One argument often raised for moving toward privatization of K-12 education is that massive increases in real-dollar spending per pupil over the past forty years don’t seem to have done much for pupil performance
Harry Brighouse at Crooked Timber points up one important countervailing force: the loss of the massive implicit subsidy to K-12 education from denying well-educated women other career opportunities. The people who could be doing a better job of teaching our kids than the current crop of K-12 teachers are practicing law instead.
In the U.S., the civil rights revolution deprived the schools of a another captive group of superb teachers: those who previously couldn’t get other professional-class jobs due to their race.
Another similar effect was the passing of the Depression generation. If you graduated from college in 1935, schoolteaching, with its guaranteed salary, looked like a great profession. (Mr. Bernhardt, who taught me trig and calculus, worked on the side as a consulting mathematician to one of the aerospace companies.) Those folks mostly retired around 1970, by which time smart college graduates had much better options.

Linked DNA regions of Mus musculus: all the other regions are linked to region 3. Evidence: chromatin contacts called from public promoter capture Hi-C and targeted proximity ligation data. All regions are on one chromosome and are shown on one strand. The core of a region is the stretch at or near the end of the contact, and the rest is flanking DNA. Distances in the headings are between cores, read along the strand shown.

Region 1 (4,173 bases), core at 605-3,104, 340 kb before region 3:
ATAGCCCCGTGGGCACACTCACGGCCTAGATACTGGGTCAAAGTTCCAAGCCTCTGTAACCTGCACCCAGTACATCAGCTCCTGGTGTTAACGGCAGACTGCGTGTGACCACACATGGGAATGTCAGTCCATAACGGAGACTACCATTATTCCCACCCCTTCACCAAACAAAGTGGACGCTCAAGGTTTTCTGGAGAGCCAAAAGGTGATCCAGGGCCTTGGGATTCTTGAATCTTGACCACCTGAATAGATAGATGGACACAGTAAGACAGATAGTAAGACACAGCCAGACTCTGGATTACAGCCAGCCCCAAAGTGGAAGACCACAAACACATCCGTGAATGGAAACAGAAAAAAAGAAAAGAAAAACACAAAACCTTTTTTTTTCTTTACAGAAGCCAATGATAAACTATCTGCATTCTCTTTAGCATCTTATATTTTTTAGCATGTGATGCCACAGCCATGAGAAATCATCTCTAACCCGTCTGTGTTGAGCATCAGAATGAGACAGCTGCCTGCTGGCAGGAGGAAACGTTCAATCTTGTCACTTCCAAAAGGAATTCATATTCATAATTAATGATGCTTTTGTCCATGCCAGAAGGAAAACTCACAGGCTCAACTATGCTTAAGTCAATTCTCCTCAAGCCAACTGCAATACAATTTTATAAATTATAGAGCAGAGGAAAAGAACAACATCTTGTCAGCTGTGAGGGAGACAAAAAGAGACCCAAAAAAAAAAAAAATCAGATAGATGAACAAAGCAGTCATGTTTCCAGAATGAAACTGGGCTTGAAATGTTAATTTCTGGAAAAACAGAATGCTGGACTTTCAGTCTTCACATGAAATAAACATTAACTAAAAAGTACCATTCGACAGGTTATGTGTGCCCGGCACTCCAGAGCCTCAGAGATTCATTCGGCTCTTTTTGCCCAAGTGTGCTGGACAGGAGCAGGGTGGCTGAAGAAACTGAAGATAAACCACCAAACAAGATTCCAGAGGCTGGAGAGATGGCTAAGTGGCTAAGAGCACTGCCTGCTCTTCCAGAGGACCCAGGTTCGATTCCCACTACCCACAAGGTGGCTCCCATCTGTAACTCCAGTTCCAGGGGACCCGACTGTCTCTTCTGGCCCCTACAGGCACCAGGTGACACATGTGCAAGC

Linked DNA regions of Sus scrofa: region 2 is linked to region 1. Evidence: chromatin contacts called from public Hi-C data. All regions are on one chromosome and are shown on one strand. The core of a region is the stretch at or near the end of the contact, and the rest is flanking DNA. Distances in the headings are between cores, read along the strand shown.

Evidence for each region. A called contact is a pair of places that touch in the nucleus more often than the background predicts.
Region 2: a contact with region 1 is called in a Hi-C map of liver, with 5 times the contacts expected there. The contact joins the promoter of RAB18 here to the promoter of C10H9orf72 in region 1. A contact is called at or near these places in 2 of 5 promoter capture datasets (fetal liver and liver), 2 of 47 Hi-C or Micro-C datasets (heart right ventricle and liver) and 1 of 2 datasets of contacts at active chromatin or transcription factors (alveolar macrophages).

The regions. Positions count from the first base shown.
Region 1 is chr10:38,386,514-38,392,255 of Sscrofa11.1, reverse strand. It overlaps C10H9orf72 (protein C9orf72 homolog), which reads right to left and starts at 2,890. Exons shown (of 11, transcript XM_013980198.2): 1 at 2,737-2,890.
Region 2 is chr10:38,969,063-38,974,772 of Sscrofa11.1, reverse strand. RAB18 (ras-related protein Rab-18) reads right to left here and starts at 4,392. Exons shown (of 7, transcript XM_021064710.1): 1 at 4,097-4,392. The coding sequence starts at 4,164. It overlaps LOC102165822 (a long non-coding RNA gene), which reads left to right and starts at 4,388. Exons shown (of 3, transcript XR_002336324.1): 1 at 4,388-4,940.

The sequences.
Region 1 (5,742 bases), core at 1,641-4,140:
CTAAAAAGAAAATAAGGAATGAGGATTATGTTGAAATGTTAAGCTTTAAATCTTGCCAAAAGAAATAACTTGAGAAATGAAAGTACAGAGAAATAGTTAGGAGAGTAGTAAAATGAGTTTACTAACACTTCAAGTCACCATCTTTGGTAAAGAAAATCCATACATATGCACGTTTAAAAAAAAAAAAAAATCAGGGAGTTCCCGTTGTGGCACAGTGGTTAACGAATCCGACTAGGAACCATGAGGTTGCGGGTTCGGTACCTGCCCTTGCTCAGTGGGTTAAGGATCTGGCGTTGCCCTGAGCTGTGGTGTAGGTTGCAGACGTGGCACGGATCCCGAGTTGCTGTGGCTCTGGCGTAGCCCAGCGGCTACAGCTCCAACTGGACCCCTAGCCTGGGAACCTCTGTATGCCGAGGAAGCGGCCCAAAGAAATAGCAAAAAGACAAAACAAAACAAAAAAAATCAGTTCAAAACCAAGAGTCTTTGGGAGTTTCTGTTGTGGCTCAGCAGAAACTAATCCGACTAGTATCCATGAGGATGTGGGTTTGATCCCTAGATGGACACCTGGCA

Add all of this to Baumol’s “cost disease” (the natural tendency of labor-intensive services with limited room for productivity gains to face rising relative prices) and it’s not hard to see why school budgets have had to run hard just to stay in place.
That’s not all that’s been going on, of course, and it’s no reason not to try hard to do better. Indeed, it strongly suggests that the teacher-standing-in-front-of-the-classroom model is doomed, and we’re going to have take a serious crack at applying videogame technology to instruction. But the notion that we’ve been pouring more and more money into our public schools and not getting much for it can’t be taken at face value. The real-dollar cost of K-12 education at any given quality level is irreversibly higher now than it was forty years ago. If we want high-quality teachers, we’re going to have to pay them real money.